Without mincing words, I can tell that most improvements we have experienced in the three last elections conducted by the Independent National Electoral Commission (INEC) were from the observations and reports of civil society organisations, media organizations, and domestic and foreign observers.
With the infant democracy of Nigeria, election observation cannot be underestimated. Election observation is very important in a democratic society like Nigeria, where we experience elections every four years. With the need for consistent improvement, election observation is crucial during elections, and it is an integral part of the electoral process. With election observation, the government and the citizens can define the freeness, fairness and credibility of an election in the country.
The fact remains that Nigerians go to the polls every four years to elect their leaders. At some point, many Nigerians have lost interest in elections as a result of the violence and other discrepancies associated with elections in the time past. However, with election observation — and the recent #EndSARS protest — Nigerians, more than ever, are more interested in elections.
As the democracy that was birthed in 1999 continues to grow, election observation has a role to play in a truly democratic society as it promotes good governance and also increases the confidence in the citizens of a truly democratic society.
In the spirit of strengthening democracy, I joined other promoters of democracy and auspicious observers under the aegis of the Centre for Journalism Innovation and Development (CJID) to observe the 2022 Osun State governorship election.
I was welcomed to Osogbo, Osun state, with banners and posters with images of the flag bearers of the two major political parties candidates — the incumbent governor, Gboyega Oyetola of the All Progressive Congress (APC) and the candidate of the Peoples Democratic Party (PDP), Senator Ademola Adeleke.
Osun’s election observation showed me that life is not always rosy, even for a Roseline. I had my own fair share of the common phrase ‘life in the trenches.’ My journey from Ibadan to Osogbo was a bumpy ride, all thanks to the unfriendly traffic on the road.
According to my training, part of my responsibility as an electoral observer includes pre-election observation. The pre-election observation tracks the readiness of the Independent National Electoral Commission (INEC) in deploying electoral materials to various Registration Area Centres (RACs) and Polling Units as well as the deployment of security personnel.
After a long ride from Osogbo, team Boluwaduro Local Government Area — consisting of Oluwatosin Ologun and Adebayo Miracle Oluwatomiwa — arrived at the Independent National Electoral Commission (INEC) office located at Otan Ayegbaju.
Before we arrived at the INEC office, sensitive and insensitive electoral materials had already been sorted and some had been distributed to the Registration Area Centres (RACs) in the LGA.
Corps members followed the materials to the RACs, with the intention to sleep on mats provided by INEC.
The Market Of Vote Buying And Selling Is Still Active
The Independent National Electoral Commission and other concerned bodies must find a way to curb vote buying and selling during elections. One ill act during an election that directly or indirectly affirms that votes count is vote trading.
The level of poverty has prompted many citizens to trade their votes for a certain amount of money. Some analysts opine that voters would vote even if there are no political parties to pay for the vote. Few people still feel some electorates are motivated by money to exercise their rights as citizens.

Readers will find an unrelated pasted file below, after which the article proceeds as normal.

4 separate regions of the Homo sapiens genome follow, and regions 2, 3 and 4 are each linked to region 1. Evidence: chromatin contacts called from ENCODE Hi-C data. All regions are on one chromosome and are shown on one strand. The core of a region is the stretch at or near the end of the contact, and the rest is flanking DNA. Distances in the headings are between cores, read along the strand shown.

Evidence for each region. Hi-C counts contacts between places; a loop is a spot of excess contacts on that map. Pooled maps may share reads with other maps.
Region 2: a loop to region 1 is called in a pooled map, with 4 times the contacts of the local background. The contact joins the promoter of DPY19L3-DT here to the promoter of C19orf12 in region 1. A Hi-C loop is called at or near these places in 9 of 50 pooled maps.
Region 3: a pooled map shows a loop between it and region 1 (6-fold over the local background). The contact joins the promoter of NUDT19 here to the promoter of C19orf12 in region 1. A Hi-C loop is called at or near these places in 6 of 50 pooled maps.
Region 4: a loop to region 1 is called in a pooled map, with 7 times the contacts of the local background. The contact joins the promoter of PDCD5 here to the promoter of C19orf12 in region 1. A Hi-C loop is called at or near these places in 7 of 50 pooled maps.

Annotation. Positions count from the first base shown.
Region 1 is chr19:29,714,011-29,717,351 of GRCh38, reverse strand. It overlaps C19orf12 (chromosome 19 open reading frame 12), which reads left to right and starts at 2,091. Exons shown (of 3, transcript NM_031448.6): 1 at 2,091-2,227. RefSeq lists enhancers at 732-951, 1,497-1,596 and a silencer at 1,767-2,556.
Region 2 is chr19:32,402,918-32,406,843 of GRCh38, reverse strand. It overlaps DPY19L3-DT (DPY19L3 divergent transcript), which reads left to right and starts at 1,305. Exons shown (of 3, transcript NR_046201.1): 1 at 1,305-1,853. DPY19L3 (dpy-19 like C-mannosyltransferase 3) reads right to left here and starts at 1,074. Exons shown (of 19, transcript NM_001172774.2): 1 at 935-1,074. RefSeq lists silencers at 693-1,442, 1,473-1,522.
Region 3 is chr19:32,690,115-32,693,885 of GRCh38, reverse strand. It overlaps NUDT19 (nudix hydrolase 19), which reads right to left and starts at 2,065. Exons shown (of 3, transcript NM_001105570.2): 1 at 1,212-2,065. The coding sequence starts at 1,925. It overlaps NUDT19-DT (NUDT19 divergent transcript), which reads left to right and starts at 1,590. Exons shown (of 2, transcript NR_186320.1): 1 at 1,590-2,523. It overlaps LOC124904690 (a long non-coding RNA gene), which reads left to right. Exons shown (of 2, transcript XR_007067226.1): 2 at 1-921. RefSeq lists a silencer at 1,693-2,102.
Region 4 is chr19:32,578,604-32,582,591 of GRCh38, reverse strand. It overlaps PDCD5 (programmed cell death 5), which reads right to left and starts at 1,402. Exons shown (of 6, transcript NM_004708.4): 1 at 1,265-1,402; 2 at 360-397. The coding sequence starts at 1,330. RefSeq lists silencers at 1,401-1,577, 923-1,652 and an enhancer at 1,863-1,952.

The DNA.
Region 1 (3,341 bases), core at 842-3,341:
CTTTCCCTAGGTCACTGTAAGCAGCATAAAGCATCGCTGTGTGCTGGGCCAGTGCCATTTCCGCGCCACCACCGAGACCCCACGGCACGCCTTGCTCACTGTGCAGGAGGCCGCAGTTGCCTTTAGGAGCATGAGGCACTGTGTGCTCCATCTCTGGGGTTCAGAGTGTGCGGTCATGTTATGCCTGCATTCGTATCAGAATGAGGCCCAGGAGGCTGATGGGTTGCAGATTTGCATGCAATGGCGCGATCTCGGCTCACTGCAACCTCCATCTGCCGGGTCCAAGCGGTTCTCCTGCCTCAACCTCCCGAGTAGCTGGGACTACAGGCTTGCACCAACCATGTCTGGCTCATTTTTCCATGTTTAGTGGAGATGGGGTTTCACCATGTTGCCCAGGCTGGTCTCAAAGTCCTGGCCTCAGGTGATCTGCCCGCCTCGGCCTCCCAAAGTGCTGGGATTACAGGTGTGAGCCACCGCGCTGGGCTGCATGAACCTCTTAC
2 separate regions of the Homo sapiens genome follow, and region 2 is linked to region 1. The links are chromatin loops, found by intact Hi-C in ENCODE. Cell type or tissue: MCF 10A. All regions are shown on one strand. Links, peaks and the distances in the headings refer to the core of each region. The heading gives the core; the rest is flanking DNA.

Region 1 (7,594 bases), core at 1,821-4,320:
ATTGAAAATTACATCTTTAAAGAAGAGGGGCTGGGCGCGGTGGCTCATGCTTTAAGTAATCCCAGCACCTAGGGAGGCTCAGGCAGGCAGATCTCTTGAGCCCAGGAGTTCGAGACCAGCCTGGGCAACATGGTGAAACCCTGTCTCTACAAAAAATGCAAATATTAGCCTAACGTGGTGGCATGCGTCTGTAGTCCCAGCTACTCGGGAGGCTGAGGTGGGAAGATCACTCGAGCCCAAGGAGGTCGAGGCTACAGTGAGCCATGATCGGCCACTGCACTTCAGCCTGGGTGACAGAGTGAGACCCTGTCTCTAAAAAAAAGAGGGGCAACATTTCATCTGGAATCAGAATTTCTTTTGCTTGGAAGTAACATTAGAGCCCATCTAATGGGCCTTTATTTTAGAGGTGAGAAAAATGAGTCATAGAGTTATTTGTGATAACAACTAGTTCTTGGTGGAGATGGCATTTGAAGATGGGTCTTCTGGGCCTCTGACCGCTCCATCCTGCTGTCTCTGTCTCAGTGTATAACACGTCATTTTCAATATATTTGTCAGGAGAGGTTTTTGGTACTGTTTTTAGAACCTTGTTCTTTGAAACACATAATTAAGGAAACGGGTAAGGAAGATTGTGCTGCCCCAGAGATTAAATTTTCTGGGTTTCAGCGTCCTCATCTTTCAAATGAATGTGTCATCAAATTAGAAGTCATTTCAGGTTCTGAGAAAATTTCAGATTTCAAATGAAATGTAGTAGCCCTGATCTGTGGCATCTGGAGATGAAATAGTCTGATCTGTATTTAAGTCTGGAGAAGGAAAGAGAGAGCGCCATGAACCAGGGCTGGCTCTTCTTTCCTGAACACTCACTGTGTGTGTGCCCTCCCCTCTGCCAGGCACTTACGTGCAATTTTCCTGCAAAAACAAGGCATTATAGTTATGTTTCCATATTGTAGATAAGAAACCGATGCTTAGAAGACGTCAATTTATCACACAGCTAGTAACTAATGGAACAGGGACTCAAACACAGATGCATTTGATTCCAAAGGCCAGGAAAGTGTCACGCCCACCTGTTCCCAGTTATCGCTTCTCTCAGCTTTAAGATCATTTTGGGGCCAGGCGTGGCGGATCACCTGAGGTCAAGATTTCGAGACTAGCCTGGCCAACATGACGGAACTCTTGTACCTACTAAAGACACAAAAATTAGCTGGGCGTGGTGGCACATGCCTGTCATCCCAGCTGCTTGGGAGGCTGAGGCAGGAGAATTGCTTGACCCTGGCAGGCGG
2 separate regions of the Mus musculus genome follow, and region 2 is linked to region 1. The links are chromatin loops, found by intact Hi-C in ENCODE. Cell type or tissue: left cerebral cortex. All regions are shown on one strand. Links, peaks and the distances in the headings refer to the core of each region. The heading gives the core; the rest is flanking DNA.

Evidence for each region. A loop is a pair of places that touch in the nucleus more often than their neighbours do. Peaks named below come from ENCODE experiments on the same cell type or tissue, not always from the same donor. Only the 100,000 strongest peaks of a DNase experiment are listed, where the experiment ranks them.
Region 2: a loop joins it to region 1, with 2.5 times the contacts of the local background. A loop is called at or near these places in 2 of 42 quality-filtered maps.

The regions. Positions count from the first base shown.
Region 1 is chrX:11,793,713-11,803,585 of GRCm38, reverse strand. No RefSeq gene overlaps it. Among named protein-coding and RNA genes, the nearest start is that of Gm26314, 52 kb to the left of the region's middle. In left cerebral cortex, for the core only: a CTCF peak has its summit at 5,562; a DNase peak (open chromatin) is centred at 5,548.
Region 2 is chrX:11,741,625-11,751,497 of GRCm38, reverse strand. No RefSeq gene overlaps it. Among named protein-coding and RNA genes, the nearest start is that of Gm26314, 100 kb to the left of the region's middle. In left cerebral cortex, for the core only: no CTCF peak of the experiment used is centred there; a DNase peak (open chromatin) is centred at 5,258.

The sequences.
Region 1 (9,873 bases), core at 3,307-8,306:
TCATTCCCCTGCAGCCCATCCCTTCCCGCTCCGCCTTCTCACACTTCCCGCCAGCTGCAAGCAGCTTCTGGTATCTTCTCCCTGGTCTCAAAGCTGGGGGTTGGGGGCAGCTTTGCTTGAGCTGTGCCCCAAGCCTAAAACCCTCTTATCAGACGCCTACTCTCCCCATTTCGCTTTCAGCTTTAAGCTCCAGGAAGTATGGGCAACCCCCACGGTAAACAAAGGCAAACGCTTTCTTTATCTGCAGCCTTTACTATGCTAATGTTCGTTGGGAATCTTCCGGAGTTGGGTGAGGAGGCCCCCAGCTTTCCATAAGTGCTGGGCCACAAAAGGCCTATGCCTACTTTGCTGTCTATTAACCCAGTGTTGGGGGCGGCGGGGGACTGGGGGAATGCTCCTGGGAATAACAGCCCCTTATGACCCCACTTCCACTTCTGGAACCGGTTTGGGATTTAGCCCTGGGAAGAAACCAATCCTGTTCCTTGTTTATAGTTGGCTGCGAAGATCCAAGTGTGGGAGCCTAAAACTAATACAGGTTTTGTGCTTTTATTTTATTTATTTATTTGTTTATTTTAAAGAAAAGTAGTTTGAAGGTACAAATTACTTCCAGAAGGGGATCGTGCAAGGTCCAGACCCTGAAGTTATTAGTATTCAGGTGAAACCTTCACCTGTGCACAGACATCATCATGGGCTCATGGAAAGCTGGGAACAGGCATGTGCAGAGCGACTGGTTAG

I observed that at most polling units, voters are expected to show the political party agents that they had truly voted for the party before they are directed to a corner where they would be given a ticket to tender at the collection centre.
It is expedient that we face the reality that the few thousand Naira got from selling votes cannot feed a large family, not to talk less of solving the problems we crave solutions to.
INEC’s Improvement And The Big Challenge Ahead
It is pertinent that we commend the Independent National Electoral Commission for the improvement in the just concluded Osun State governorship election.
In its new policy, INEC mandated priority voting for elderly people, people living with disabilities, nursing and breastfeeding mothers, pregnant women and others at polling units.
At most polling units in the Boluwaduro local government area of the state, the electoral officials took it as a point of duty to ensure priority voting.
Moving Forward To The 2023 General Elections
To a very large extent, INEC has improved in its way of conducting elections in Nigeria, which is a good one for INEC. However, we are not there yet, as we have a long way to go.
Ahead of the 2023 general elections, INEC should review and implement some other policies that can improve the credibility of elections in the country. INEC should consider how electronic devices can work better in rural areas across the 774 local governments in the country.
To ensure a free, fair and credible election next year, the citizens, especially the youths, should desist from electoral violence. And no matter the level of poverty in the land, we must understand that selling our votes for a penny cannot solve our problems.
With the few months left, every Nigerian that is yet to collect his or her Permanent Voters Card (PVC) should endeavour to obtain it at the INEC office closest to you. Your PVC is your power!
DISCLAIMER: This story has been published on Campus Reporter with very minimal editing to preserve the original voice of the author.
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